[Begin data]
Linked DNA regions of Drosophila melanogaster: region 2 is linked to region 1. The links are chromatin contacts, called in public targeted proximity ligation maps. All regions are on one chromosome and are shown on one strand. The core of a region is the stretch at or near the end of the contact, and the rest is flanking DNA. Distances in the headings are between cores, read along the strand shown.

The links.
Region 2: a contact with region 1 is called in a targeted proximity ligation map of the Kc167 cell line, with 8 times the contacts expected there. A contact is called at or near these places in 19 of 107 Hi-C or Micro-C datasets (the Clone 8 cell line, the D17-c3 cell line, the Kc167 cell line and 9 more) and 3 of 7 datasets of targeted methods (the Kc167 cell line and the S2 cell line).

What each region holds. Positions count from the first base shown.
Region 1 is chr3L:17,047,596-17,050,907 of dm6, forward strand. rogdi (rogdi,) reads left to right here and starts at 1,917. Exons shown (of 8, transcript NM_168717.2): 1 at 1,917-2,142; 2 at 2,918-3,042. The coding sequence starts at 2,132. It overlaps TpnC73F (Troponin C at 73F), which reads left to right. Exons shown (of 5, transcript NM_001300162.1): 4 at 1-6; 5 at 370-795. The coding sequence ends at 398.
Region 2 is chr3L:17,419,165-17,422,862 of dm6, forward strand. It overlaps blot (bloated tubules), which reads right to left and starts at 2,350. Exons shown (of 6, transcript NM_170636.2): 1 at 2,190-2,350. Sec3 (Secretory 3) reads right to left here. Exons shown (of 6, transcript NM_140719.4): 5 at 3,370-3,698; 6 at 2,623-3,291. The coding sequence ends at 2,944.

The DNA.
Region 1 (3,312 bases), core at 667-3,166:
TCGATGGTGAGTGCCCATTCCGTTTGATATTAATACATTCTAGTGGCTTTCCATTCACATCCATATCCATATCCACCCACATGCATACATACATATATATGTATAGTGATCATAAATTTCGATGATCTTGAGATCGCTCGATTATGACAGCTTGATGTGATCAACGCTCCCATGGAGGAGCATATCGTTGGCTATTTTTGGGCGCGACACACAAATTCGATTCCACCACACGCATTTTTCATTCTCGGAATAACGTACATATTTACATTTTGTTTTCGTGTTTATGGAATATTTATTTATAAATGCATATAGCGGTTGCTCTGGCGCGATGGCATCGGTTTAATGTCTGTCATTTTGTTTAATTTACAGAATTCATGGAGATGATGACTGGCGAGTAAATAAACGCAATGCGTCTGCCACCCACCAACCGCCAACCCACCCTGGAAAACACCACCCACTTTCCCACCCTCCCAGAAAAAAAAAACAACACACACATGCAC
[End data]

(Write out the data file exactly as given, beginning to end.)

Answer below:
Linked DNA regions of Drosophila melanogaster: region 2 is linked to region 1. The links are chromatin contacts, called in public targeted proximity ligation maps. All regions are on one chromosome and are shown on one strand. The core of a region is the stretch at or near the end of the contact, and the rest is flanking DNA. Distances in the headings are between cores, read along the strand shown.

The links.
Region 2: a contact with region 1 is called in a targeted proximity ligation map of the Kc167 cell line, with 8 times the contacts expected there. A contact is called at or near these places in 19 of 107 Hi-C or Micro-C datasets (the Clone 8 cell line, the D17-c3 cell line, the Kc167 cell line and 9 more) and 3 of 7 datasets of targeted methods (the Kc167 cell line and the S2 cell line).

What each region holds. Positions count from the first base shown.
Region 1 is chr3L:17,047,596-17,050,907 of dm6, forward strand. rogdi (rogdi,) reads left to right here and starts at 1,917. Exons shown (of 8, transcript NM_168717.2): 1 at 1,917-2,142; 2 at 2,918-3,042. The coding sequence starts at 2,132. It overlaps TpnC73F (Troponin C at 73F), which reads left to right. Exons shown (of 5, transcript NM_001300162.1): 4 at 1-6; 5 at 370-795. The coding sequence ends at 398.
Region 2 is chr3L:17,419,165-17,422,862 of dm6, forward strand. It overlaps blot (bloated tubules), which reads right to left and starts at 2,350. Exons shown (of 6, transcript NM_170636.2): 1 at 2,190-2,350. Sec3 (Secretory 3) reads right to left here. Exons shown (of 6, transcript NM_140719.4): 5 at 3,370-3,698; 6 at 2,623-3,291. The coding sequence ends at 2,944.

The DNA.
Region 1 (3,312 bases), core at 667-3,166:
TCGATGGTGAGTGCCCATTCCGTTTGATATTAATACATTCTAGTGGCTTTCCATTCACATCCATATCCATATCCACCCACATGCATACATACATATATATGTATAGTGATCATAAATTTCGATGATCTTGAGATCGCTCGATTATGACAGCTTGATGTGATCAACGCTCCCATGGAGGAGCATATCGTTGGCTATTTTTGGGCGCGACACACAAATTCGATTCCACCACACGCATTTTTCATTCTCGGAATAACGTACATATTTACATTTTGTTTTCGTGTTTATGGAATATTTATTTATAAATGCATATAGCGGTTGCTCTGGCGCGATGGCATCGGTTTAATGTCTGTCATTTTGTTTAATTTACAGAATTCATGGAGATGATGACTGGCGAGTAAATAAACGCAATGCGTCTGCCACCCACCAACCGCCAACCCACCCTGGAAAACACCACCCACTTTCCCACCCTCCCAGAAAAAAAAAACAACACACACATGCAC